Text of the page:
New Market Entry: A perspective for medical devices; 10 criteria and 15 watch-outs


I have had several discussions with companies recently that are wanting to enter new markets. We start the discussion, and they want to talk about regulatory requirements and pricing. Both topics are critical to entering a new market; these two topics and about 50 more are all critical to first, choosing the next right market, and secondly, developing a winning strategy and creating a tactical plan to make it happen.

Entering a new market will likely consume significant resources. Therefore, it is worth taking the right amount of time to determine if you will succeed. In my 40+ years of medical device marketing, I have seen many entry attempts go sideways. The great majority of the time it was related to a poor job of upfront discovery.

I believe that an integrated market entry strategy that includes: a mini-high level strategic plan, strategies for all the critical to success elements (as determined by a gap analysis between the current market and the new market), and a tactical plan with a budget, are needed to ensure success.


I get the desire to just start. I am a big fan of Starting Ugly. But even Chris Krimitsos suggests that you should have all the basics understood before, “Starting Ugly.” Understanding the market you are headed into is not an option, it is a requirement. I am an advocate of doing only as much research and discovery as needed.


Right after you set your high-level goals and objectives, create a list of criteria with metrics. Use real numbers if you can. If you can’t, develop a scale. Declare the pass/fail metrics before you do the discovery work.


Here is a sample of potential criteria:

      1. Legal requirements cannot be overly burdensome.
      2. Regulatory requirements cannot be overly burdensome.
      3. The market must be large enough to sustain/justify the investment.
      4. The product(s) brought to market must resolve a significant unmet need in a way that is attractive to the physicians.
      5. The product(s) brought to the market are differentiated from the competition.
      6. The value proposition and corresponding price must afford profitability.
      7. The cost of customer acquisition cannot exceed that that would allow profitability.
      8. Your current brand must be perceived positively.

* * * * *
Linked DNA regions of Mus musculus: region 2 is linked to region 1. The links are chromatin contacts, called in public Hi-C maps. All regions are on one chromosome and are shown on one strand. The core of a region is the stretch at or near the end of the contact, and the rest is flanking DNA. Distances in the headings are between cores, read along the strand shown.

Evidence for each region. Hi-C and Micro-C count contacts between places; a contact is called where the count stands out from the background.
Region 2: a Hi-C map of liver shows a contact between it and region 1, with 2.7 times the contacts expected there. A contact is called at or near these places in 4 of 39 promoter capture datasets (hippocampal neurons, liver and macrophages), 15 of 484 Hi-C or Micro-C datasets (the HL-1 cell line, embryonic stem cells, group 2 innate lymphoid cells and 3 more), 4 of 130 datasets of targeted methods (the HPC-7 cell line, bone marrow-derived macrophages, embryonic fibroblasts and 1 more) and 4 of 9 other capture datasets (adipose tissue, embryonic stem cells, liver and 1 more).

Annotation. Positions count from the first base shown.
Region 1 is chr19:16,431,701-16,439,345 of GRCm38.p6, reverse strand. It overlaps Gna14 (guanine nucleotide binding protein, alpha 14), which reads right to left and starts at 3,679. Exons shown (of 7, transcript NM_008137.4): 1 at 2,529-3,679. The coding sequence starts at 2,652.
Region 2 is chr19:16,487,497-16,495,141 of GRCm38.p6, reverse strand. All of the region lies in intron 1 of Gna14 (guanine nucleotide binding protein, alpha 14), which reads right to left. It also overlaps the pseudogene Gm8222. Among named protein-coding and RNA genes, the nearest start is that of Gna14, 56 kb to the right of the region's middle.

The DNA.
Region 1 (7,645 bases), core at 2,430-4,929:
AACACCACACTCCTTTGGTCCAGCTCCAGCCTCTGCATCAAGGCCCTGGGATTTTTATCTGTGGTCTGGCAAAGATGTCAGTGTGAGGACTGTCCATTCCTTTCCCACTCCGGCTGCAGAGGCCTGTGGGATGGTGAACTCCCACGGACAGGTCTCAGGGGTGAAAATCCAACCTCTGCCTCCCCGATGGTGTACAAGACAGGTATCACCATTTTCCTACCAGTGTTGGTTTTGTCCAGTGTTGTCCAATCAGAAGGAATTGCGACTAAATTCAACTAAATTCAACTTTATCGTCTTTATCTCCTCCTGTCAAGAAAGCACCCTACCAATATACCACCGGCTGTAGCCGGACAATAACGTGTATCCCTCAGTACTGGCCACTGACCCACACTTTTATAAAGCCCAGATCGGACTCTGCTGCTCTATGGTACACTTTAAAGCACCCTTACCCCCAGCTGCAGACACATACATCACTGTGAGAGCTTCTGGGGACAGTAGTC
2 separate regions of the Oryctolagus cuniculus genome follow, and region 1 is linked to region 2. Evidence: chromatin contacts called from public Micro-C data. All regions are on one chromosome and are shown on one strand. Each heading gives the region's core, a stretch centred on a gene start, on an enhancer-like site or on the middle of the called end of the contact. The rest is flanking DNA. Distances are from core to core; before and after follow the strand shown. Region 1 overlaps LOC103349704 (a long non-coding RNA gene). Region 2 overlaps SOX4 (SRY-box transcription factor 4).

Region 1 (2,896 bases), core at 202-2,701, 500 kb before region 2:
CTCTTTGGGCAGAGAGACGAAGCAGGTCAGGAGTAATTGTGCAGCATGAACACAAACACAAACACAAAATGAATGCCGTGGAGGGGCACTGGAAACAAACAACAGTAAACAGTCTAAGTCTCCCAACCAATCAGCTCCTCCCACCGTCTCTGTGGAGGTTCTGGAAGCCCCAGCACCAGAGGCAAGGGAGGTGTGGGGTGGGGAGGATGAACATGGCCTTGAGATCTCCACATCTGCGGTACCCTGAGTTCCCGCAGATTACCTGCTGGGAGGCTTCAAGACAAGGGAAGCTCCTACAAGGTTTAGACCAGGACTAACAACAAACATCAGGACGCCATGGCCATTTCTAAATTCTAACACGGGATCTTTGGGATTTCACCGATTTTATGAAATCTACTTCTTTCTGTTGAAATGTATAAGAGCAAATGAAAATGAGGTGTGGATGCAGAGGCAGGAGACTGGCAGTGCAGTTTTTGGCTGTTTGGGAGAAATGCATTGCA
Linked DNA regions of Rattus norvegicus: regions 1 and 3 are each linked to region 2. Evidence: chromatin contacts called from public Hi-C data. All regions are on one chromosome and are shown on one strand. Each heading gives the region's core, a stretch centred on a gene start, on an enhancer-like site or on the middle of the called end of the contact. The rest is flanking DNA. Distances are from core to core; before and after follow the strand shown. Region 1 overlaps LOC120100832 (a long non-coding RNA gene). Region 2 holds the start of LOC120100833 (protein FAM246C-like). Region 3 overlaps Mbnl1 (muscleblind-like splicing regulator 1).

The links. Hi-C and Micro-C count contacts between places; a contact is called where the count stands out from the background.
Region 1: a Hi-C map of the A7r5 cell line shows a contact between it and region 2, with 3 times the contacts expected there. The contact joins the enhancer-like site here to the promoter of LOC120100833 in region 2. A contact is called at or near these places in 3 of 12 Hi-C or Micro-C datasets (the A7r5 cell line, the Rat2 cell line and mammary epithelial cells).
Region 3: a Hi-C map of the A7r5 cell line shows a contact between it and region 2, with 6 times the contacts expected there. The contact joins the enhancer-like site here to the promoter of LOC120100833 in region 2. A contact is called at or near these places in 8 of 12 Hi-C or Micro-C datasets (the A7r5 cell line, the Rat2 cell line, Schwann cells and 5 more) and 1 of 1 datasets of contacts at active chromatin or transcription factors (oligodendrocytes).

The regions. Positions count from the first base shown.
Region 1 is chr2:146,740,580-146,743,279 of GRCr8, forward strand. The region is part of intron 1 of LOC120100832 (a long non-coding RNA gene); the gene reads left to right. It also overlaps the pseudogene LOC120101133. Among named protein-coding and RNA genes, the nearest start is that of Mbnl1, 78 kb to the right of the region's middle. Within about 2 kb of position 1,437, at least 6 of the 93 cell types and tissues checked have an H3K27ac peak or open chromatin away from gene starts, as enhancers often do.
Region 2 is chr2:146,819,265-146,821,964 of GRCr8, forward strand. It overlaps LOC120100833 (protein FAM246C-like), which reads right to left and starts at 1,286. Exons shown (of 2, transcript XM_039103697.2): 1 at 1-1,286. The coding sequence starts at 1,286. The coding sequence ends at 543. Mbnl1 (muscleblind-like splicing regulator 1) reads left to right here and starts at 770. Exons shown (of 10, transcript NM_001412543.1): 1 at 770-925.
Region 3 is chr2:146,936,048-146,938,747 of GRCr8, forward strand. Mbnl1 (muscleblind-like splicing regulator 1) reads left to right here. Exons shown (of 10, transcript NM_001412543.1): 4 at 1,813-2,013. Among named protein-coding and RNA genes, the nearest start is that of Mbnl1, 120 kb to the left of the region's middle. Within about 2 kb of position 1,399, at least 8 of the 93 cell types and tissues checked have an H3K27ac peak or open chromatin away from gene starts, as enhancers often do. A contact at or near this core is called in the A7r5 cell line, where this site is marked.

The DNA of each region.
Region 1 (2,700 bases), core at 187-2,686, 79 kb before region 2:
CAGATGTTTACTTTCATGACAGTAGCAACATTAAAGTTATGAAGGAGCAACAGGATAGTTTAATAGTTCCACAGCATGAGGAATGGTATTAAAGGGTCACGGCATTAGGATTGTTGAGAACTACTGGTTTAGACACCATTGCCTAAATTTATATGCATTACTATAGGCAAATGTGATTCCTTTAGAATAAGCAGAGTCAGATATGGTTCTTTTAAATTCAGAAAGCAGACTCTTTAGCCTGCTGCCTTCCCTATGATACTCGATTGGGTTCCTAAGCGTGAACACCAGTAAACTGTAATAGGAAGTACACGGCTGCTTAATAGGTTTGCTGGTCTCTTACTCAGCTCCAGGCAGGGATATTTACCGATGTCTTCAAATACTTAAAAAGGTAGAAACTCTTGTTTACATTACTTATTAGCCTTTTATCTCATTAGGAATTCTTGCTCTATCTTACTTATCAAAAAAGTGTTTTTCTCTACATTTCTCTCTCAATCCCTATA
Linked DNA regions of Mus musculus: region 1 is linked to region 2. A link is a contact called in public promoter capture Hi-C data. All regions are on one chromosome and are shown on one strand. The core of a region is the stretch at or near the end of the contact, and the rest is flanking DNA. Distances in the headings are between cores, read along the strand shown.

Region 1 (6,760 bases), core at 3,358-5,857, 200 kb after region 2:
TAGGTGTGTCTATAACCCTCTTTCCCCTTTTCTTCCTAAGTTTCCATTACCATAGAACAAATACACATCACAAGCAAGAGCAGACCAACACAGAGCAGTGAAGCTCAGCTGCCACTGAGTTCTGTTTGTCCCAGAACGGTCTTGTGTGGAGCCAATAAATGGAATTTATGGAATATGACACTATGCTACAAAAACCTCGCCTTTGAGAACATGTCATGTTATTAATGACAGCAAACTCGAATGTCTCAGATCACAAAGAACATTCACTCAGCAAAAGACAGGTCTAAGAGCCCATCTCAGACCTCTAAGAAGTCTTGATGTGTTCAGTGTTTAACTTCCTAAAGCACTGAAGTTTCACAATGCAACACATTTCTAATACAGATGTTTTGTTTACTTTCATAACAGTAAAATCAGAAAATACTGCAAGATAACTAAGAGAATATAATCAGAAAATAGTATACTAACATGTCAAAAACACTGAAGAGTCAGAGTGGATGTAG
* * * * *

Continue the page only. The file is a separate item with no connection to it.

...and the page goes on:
9. The basis of competition must allow you a sustainable competitive advantage.
      10. Availability of trained resources to fill the need.

Each company will have unique concerns that surface during discovery. These will need criteria written as well. Scores and weights will need to be assigned to those, critical to success metrics in achieving your goals.

During discovery make sure that you challenge every assumption you would make if you were bringing a new product into your current market.


Watch out areas include, but are not limited to:

      1. How the un-met is solved today
      2. Distribution
      3. Fulfillment
      4. Sales process
      5. Contracting
      6. Access to the end-users
      7. Time to close
      8. Sampling guidelines
      9. Preference for performing in-servicing
      10. Incentives
      11. Bundling practices
      12. Stocking practices
      13. Evaluation requirements
      14. Conference conduct/expectations
      15. Grant processes and rules


      1. Actively studying the market is not a waste of time nor money.
      2. Understanding the market is not an option, it is a must-do.
      3. Take careful aim before pulling the trigger, this way you won’t waste ammunition (cash and time).
      4. All assumptions are traps

“Experience is what you get, right after you need it most.”

Make it a great day!

Tim Walker

Tim Walker is the Principal Consultant for The Experia Group, a consulting firm specializing in providing experience and expertise during critical device commercialization phases to increase the probability of success.

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